Tom Harkin: working with working men and women On Politics Today

Jack W. Germond & Jules Witcover

September 13, 1991|By Jack W. Germond & Jules Witcover

Des Moines -- WHEN SEN. Tom Harkin of Iowa embarks on his first trip as a declared presidential candidate this week, he will employ a campaign tool that has worked for him on lesser political battlegrounds but one that is particularly geared to his 1992 strategy as the defender of the working man.

Immediately after his declaration of candidacy Sunday at a steak PTC fry in his hometown of Winterset, about 40 miles southwest of here, Harkin will go to New Hampshire, where he will conduct a "work day" Monday at a Manchester factory making toaster parts. That is, he will doff his coat and pitch in for a full shift alongside the working stiffs he hopes will be the backbone of his presidential bid.

Harkin on Wednesday will repeat the exercise at a construction site in Baltimore, and on Friday in Los Angeles, he will share the labors of men and women building a new rapid transit line.

The notion behind the work days is simple: Show Joe and Jane Lunchbucket that the candidate knows from experience what he or she goes through, and cares.

It is a device Harkin first used in his successful bid for a House seat from Iowa in 1974, when he began his climb that has now made him the only Iowa Democrat ever reelected to the Senate, and a presidential aspirant.

According to Bob Squier, the Washington consultant who ran Harkin's House and Senate media campaigns, the work-day idea originated with an Iowa farmer who suggested to Harkin that he spend some time doing farm chores to get close to the problems of his would-be constituents.

Harkin took the idea and ran with it, and Squier later passed it on to gubernatorial candidate Bob Graham in Florida, who used it successfully in his campaign and later in his re-election and then election to the U.S. Senate. Graham labored in a range of jobs from hotel bellhop to chicken-plucker in winning the governorship in 1978 and hasn't stopped using the technique since.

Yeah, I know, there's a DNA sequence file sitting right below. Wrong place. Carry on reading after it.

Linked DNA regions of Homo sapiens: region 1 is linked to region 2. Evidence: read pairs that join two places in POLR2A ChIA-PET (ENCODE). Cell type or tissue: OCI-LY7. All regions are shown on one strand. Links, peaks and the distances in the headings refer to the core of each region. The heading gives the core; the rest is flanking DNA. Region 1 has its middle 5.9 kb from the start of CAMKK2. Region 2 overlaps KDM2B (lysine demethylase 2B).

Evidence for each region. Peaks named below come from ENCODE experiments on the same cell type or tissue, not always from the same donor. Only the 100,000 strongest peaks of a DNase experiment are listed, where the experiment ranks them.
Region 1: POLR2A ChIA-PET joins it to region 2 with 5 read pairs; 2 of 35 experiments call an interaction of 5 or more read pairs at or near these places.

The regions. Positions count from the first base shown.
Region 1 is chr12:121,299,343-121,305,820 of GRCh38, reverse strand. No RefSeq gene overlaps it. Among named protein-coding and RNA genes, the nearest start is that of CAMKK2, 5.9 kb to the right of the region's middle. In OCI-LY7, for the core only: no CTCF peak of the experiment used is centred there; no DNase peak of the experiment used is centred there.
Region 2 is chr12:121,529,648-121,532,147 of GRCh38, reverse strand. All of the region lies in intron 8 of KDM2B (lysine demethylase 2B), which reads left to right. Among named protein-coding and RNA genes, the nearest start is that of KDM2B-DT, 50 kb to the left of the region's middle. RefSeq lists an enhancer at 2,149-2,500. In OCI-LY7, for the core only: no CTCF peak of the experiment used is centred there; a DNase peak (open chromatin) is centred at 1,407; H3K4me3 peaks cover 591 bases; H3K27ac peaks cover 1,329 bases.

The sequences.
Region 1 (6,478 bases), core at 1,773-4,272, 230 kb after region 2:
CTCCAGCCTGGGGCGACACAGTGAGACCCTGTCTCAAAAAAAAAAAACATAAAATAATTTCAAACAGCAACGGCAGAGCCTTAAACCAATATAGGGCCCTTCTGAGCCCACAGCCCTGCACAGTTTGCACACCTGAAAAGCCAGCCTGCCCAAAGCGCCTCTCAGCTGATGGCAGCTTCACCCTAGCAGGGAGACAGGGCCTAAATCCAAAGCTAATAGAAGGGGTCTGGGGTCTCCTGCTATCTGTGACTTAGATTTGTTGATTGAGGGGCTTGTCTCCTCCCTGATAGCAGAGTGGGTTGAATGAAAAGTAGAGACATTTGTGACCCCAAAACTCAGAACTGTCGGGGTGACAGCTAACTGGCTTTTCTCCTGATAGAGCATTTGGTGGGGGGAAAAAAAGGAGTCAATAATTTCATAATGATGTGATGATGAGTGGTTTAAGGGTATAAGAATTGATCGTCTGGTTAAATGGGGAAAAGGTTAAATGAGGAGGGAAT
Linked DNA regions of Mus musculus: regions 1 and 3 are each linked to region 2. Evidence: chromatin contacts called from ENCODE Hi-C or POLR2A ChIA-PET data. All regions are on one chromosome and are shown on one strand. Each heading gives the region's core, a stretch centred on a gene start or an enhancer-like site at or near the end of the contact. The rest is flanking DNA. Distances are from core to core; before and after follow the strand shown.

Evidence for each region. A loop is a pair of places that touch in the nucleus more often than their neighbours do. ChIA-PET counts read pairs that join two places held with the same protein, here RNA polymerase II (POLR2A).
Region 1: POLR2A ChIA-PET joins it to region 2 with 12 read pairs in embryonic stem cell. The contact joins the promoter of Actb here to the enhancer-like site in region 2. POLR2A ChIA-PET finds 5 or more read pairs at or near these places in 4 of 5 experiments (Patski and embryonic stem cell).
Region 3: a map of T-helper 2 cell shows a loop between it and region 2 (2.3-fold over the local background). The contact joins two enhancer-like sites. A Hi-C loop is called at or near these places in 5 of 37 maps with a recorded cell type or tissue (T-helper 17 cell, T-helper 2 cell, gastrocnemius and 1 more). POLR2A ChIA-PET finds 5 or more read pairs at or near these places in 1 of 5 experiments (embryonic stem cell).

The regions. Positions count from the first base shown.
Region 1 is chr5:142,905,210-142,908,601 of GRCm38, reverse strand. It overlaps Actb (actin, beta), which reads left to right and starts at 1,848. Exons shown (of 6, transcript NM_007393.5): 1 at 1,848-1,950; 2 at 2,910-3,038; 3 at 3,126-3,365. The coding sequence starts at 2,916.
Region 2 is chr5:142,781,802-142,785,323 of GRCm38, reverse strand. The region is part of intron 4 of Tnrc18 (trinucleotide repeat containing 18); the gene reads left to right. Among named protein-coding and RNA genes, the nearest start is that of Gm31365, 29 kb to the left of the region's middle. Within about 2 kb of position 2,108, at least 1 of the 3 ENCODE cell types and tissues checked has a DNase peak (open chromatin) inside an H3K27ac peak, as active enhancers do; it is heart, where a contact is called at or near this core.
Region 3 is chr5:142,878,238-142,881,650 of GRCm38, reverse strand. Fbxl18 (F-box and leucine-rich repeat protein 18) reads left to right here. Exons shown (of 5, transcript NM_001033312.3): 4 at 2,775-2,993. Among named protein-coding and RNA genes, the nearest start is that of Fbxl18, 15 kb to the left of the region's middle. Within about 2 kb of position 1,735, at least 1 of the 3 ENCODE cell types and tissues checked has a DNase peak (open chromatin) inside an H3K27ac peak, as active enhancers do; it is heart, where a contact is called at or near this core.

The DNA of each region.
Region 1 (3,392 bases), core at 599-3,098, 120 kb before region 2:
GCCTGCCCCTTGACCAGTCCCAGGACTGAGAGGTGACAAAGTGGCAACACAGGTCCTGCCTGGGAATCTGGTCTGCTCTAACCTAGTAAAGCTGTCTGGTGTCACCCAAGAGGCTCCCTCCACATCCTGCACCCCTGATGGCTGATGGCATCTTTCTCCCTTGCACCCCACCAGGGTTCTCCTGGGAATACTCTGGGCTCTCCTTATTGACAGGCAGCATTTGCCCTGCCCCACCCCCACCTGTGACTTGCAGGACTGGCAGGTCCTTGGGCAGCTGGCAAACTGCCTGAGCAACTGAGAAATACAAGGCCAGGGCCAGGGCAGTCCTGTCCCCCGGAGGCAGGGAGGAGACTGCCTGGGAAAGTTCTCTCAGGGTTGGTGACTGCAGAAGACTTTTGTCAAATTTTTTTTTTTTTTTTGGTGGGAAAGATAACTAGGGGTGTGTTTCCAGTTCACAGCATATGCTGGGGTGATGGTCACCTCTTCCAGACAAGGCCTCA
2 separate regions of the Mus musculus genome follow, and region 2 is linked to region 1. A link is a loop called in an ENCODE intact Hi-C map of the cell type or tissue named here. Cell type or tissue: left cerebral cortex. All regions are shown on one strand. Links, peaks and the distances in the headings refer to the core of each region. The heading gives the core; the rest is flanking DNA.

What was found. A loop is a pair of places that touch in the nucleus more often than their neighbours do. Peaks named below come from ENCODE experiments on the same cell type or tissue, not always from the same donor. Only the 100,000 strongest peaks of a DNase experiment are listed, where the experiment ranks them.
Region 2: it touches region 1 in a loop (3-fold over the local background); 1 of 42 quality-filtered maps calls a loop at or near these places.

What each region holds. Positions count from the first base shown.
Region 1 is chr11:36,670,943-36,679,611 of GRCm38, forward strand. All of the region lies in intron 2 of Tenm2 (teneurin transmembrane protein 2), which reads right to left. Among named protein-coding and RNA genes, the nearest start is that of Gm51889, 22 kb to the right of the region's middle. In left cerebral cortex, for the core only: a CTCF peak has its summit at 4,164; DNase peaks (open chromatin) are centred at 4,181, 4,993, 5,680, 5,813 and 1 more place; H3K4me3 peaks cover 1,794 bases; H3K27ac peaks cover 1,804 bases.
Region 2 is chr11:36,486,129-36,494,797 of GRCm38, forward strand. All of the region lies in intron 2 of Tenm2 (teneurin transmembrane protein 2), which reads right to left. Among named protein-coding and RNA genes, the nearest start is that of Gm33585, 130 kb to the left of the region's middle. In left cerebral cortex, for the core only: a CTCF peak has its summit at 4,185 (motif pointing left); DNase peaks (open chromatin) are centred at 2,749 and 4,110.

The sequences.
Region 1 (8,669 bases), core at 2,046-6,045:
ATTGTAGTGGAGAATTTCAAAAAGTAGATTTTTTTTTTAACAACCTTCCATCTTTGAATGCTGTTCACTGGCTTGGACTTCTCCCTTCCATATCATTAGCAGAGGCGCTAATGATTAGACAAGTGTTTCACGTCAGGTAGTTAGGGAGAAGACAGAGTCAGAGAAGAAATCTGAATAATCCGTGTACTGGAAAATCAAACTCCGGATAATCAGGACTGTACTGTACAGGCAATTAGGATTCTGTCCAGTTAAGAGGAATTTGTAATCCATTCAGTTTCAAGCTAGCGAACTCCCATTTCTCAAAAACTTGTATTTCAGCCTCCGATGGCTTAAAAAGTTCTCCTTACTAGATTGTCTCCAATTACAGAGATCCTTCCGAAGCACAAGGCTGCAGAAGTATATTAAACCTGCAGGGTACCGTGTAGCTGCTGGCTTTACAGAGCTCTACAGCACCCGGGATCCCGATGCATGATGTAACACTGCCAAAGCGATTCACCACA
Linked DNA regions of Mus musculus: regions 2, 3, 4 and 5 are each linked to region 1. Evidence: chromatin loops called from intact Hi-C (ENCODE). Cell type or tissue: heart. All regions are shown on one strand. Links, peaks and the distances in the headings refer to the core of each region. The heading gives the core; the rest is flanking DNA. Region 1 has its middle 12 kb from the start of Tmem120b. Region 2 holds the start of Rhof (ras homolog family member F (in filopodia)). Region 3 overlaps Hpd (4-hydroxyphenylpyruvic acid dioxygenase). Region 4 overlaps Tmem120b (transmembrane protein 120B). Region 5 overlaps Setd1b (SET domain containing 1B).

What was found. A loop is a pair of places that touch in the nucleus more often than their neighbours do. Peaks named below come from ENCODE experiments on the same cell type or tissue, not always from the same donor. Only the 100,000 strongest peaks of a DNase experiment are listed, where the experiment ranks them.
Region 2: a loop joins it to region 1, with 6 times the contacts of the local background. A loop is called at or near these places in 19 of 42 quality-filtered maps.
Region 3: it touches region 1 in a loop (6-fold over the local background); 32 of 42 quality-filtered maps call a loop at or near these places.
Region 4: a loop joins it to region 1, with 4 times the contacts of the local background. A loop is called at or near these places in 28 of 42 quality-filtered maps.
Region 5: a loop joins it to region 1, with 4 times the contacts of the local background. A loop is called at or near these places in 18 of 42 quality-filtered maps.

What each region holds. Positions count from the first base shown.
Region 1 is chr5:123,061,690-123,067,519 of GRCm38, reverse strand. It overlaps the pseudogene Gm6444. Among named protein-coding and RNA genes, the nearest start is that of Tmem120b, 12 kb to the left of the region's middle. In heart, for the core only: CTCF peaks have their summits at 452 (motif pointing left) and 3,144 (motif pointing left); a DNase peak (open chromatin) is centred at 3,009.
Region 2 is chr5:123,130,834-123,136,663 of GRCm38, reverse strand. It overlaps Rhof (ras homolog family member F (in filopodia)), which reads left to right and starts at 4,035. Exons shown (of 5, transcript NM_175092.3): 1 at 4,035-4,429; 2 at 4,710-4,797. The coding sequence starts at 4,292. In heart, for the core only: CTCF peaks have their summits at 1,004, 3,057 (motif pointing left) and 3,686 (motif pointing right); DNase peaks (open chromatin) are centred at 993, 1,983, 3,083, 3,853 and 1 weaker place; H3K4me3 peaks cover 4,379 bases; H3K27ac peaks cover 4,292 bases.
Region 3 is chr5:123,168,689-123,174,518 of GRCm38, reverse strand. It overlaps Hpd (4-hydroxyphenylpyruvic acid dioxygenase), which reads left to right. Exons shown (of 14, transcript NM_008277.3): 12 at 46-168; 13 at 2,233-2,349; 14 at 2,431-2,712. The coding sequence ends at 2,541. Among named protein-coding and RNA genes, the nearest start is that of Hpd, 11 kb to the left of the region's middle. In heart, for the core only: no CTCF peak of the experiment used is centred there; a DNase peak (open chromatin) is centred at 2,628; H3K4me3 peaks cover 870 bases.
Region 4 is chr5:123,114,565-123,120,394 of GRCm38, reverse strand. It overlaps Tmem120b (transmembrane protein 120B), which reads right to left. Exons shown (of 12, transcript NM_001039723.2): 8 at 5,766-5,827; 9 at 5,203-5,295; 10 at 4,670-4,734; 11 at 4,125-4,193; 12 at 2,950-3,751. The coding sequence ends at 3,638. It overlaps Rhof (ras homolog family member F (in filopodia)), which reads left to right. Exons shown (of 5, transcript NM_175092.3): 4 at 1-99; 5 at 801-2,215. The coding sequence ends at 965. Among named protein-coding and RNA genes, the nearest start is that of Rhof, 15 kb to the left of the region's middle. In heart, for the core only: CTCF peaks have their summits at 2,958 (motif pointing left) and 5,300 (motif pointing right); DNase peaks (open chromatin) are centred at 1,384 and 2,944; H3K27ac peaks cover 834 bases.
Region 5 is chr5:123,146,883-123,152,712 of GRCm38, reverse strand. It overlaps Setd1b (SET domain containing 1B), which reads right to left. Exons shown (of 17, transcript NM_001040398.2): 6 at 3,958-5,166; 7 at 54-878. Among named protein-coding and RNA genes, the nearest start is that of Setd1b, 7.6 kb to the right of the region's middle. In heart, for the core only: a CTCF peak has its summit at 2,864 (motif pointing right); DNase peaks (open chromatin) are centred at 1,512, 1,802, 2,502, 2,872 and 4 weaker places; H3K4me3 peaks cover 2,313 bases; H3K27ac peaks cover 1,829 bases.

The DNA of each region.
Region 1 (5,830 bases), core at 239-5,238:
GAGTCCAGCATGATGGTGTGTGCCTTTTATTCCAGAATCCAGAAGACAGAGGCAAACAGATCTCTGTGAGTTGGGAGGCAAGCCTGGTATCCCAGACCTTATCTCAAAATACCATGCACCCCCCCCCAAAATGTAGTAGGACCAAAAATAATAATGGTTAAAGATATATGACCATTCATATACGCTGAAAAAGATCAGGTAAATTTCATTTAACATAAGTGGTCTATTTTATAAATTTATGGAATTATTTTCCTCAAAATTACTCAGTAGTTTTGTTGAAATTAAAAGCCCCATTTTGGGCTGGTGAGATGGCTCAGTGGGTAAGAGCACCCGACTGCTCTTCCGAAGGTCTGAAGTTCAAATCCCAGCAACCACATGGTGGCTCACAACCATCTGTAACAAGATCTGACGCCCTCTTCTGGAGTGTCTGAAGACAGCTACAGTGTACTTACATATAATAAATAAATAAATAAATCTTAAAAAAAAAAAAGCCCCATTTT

The same is true of Harkin. According to Tim Raftis, who ran his 1990 Senate re-election campaign and has been named his presidential campaign manager, Harkin has completed 101 work days over his political career. He plans to rack up many more in the months ahead, Raftis says, in the first use of the device at the presidential-campaign level. Squier and his partner, Carter Eskew, are leading prospects to handle the campaign's media strategy.

Candidates have always sought to woo blue-collar workers, by meeting them outside their plants at shift changes and even on )) the assembly line. But most often they have stayed only long enough to get their pictures taken wearing a hard hat or pressing the flesh with the overalls set, and then moving on.

The work day is ideal for Harkin because he has cast himself as the throwback Democrat who does not shy away from political class warfare, telling blue-collar audiences that they have been taken to the cleaners in the Reagan-Bush years while the rich have gotten richer. His call for the wealthiest Americans to pay higher taxes to take the heat off the middle class plays particularly well, Raftis insists, among the so-called Reagan Democrats who must be brought back to the Democratic fold in 1992.

Harkin and Graham both have demonstrated in their earlier campaigns that it's not necessary to conduct work days all the time, but they do have to be done often enough to show that they are more than a passing gimmick. Harkin already has tried to establish himself as the dirty-fingernail, shot-and-a-beer candidate with earthy language seldom heard on the presidential campaign level, and getting on the assembly line frequently won't clash with that image.

Other candidates in recent years have tried to forge a special link with the working man and woman by working the populist rhetoric and style. In some ways, Harkin is picking up where former Sen. Fred Harris of Oklahoma left off in his two failed bids for the 1972 and 1976 presidential nominations, sprinkling barnyard witticisms and language across the political landscape.

The narrowness of Harris' constituency in the end did him in, and is an obvious obstacle for Harkin to overcome. But the work-day approach could have a positive impact on voters beyond the assembly line if Harkin can use it to demonstrate that he is a different kind of candidate in this era of blow-dried carbon copies.

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